“The man who doesn’t read good books has no advantage over the man who can’t read them.”
This is a Reading Response to Wendell Berry’s “In Defense of Literacy”
This essay seems to be Berry’s response to the relative prominence that the “practical” fields get over the languages in the current education system.
Berry initially highlights the apparent absurdity of a defense for literacy in a society where almost everyone goes to school but the widespread prominence of “published illiteracies of the certified educated” makes it necessary.
Berry is mortified by the fact that languages in the modern education system are only taught as “ornaments.” As a necessity for learning other more “practical” fields and not for their own sake. He laments the fact that while a language is taught in school, linguistic literacy is not. To elaborate, students are only expected to know a language to the extent that it will help them learn a skill that will help them get a job but are not required to be well read or have good writing skills.
This lack of knowledge about the intricacies of knowledge leaves large gaps for miscommunication. As Berry points out, while this approach helps in the short run, it is destructive in the long run as it will lead to a disintegration of society and culture.
Berry’s argument has larger implications. It doesn’t just apply to the study of languages but to knowledge as a whole as any piece of knowledge that is of no use to large corporations and does not lead to “mass production of consumers and producers” would face the same problems that language is facing now. Donald Trump’s position on the availability of education loans for liberal arts majors is an obvious example of the same.
As Devdutt Pattanaik pointed out in his talk, “Laxmi or Saraswati: The Nation Wants to Know,” in our minds “Saraswati (the goddess of knowledge) exists in the service of Laxmi (the goddess of wealth.)” He goes on to say that one can either be an ambitious student simply learning a skill with the ultimate objective of earning money or a humble student who is curious and wants to learn for its own sake.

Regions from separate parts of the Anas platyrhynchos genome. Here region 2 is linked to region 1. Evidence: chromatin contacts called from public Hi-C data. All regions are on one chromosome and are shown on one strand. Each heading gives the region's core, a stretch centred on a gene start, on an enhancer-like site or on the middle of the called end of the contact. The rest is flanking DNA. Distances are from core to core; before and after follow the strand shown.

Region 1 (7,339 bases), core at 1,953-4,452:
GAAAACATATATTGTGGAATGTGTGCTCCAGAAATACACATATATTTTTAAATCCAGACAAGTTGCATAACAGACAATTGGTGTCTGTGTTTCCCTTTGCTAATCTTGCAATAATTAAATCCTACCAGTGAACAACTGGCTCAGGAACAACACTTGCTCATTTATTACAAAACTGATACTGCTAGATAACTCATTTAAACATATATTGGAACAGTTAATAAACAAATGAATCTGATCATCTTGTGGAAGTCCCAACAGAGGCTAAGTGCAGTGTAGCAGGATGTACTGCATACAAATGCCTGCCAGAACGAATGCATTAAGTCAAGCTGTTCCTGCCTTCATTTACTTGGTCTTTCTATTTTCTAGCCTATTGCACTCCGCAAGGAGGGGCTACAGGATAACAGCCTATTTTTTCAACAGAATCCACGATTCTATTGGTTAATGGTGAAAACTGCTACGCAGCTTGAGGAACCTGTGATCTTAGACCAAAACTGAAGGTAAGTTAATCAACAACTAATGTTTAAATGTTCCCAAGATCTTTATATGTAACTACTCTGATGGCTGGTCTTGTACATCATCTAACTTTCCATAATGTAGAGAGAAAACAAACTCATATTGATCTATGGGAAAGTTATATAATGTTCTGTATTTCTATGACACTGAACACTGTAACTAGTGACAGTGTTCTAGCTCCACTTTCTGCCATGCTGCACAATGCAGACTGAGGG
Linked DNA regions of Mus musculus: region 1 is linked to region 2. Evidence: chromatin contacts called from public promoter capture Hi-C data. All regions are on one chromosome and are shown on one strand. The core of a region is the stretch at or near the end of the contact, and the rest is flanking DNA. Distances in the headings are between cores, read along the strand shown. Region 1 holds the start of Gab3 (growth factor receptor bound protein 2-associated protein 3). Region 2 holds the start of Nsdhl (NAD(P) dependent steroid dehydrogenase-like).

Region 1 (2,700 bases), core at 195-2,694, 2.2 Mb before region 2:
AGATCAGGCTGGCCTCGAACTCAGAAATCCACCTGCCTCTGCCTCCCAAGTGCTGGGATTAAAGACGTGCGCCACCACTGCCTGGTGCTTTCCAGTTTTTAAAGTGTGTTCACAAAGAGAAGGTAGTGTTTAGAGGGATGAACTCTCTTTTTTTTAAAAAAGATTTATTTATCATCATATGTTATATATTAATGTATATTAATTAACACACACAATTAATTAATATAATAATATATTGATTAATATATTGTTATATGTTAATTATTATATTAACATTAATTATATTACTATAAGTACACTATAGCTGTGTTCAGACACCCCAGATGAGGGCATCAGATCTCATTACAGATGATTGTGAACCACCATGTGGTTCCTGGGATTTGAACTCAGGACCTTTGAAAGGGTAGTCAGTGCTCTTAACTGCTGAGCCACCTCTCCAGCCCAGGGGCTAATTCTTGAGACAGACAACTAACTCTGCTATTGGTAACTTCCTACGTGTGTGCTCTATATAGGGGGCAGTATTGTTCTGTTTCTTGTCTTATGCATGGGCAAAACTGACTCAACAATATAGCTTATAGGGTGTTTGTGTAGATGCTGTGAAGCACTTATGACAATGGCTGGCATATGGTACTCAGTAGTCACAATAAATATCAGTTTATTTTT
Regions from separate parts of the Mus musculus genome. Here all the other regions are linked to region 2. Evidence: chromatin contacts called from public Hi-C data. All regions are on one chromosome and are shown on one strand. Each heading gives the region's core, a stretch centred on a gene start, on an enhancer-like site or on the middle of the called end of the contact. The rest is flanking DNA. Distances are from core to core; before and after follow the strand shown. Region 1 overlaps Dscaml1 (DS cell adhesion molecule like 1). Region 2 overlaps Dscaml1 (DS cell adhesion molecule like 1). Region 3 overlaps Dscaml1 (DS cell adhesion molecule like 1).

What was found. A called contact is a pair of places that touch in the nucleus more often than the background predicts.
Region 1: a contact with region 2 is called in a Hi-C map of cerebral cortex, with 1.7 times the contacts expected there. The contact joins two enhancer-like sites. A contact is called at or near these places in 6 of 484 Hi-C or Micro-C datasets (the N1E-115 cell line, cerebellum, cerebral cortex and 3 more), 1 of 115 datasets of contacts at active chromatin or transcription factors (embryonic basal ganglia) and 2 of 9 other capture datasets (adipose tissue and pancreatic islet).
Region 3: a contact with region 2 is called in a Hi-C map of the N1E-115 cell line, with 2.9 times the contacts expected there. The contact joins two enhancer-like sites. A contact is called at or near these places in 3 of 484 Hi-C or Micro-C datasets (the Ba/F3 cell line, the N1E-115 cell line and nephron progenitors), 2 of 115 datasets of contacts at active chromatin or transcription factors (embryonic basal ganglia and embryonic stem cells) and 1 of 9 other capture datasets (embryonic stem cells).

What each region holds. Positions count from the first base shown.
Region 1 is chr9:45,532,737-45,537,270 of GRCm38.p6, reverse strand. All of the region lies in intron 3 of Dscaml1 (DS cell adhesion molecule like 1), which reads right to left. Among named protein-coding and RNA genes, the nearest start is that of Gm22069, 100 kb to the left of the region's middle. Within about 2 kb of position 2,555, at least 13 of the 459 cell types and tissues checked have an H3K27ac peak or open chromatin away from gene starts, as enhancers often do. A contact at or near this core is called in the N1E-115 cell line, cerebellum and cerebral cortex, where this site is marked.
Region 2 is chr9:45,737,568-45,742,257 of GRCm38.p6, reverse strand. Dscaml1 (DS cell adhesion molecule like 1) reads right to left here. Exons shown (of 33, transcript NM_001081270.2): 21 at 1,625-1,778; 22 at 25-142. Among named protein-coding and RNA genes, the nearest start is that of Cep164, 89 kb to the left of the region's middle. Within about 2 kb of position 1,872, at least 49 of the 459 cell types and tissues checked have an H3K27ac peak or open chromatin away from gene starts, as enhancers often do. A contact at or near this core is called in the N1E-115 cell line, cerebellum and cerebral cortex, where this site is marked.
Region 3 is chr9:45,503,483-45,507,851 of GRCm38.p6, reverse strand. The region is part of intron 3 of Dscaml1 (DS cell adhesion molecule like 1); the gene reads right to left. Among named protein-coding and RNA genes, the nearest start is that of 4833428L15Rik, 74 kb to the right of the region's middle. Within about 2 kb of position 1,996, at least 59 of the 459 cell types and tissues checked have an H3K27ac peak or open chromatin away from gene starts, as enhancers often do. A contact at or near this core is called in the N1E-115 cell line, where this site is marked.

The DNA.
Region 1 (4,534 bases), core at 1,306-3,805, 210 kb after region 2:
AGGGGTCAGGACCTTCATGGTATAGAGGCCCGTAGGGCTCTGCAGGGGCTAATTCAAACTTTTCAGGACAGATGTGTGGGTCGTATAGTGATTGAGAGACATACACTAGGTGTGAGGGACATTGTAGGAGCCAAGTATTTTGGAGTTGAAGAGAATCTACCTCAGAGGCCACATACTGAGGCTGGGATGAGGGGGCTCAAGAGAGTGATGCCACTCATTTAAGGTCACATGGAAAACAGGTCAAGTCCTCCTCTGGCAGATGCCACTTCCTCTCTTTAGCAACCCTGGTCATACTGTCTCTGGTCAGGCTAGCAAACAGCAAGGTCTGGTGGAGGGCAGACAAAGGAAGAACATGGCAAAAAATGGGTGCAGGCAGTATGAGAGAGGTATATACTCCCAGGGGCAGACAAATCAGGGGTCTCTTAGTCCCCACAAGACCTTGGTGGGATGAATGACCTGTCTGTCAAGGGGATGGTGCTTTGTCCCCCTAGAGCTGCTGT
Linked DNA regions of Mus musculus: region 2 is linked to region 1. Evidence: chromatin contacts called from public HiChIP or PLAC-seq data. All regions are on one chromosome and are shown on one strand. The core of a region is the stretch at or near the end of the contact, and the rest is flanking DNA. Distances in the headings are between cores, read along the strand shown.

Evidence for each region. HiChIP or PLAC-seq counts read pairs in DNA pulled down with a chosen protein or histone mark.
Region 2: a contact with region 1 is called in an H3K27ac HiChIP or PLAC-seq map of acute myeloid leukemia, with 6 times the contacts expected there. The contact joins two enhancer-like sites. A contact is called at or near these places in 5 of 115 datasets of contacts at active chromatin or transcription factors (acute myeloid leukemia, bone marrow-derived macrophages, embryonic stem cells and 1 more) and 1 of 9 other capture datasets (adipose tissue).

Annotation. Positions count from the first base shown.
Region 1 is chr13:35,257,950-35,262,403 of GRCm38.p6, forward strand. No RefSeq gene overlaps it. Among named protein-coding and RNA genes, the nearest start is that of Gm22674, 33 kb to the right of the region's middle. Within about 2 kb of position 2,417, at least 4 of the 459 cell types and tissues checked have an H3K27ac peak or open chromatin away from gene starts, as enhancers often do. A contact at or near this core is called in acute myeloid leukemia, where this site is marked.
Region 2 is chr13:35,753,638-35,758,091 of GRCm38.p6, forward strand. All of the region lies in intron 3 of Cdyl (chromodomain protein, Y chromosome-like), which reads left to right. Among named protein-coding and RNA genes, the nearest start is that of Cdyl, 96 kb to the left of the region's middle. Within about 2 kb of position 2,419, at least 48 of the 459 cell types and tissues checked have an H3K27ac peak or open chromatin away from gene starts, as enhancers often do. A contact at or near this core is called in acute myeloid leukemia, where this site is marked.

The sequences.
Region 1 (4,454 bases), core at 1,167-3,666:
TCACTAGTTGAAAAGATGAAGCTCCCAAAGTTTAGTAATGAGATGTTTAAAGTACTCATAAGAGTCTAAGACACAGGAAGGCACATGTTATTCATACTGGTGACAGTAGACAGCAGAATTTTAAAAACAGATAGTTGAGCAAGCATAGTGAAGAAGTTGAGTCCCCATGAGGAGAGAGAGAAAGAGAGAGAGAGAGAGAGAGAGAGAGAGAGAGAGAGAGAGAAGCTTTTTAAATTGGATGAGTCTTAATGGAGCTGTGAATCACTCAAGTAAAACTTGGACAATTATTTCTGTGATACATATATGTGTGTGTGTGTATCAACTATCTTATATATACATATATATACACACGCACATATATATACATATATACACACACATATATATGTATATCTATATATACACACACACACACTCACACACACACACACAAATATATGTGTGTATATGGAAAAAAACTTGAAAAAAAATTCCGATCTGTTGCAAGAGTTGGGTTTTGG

(NOTE: The Devdutt Pattanaik talk starts at 1 hour 28 minutes.)
Berry gives a wonderful example of parents who would be mortified by their son refusing to cut his hair but proud of that very same son if he lies as a part of his career choice in order to earn money. This moral double standard does not come from inherent hypocrisy but from a lack of critical thinking skills that can only developed by exposure to good books and culture; the “impractical” aspects of life.
Berry mentions that this focus on practicality may be fine in primitive societies with an inherent oral culture but in the modern society of “prepared public language” it is destructive. While I agree with him on the premise, I disagree with him on the reasons for it. In most primitive cultures with an oral tradition, practical skills are taken care of by parental vocational training or training organizations like dormitories while literacy, as Berry defines it, is passed on by stories belonging to the oral tradition of that culture. Devdutt Pattanaik’s talk is an example of the same.
However, Berry doesn’t just present us with a problem in society but a solution for it as well. He emphasizes the need for a “better language.” One that has all the complexity, beauty and intricacies that language must possess. One that can do justice to the complexity, beauty and intricacies of the world in which we live. One that is articulate and can only be learned by an intimate knowledge of its vast literature and origins.
In my opinion, we need to go back to our primitive origins to achieve mastery over this language that Berry describes. Today, parents are more than happy to hand over their children to educational institutions and not participate in the education process of their children. However, as Devdutt Pattanaik points out, the mother is the very first Saraswati in our lives. The practical aspects of education can be left to schools and colleges but the knowledge of the very nature of life has to be taught at home. As our ancestors did before us, we need to start teaching children how to live at schools but why to live at home.
NOTE: The title is a quote by Carter G. Woodson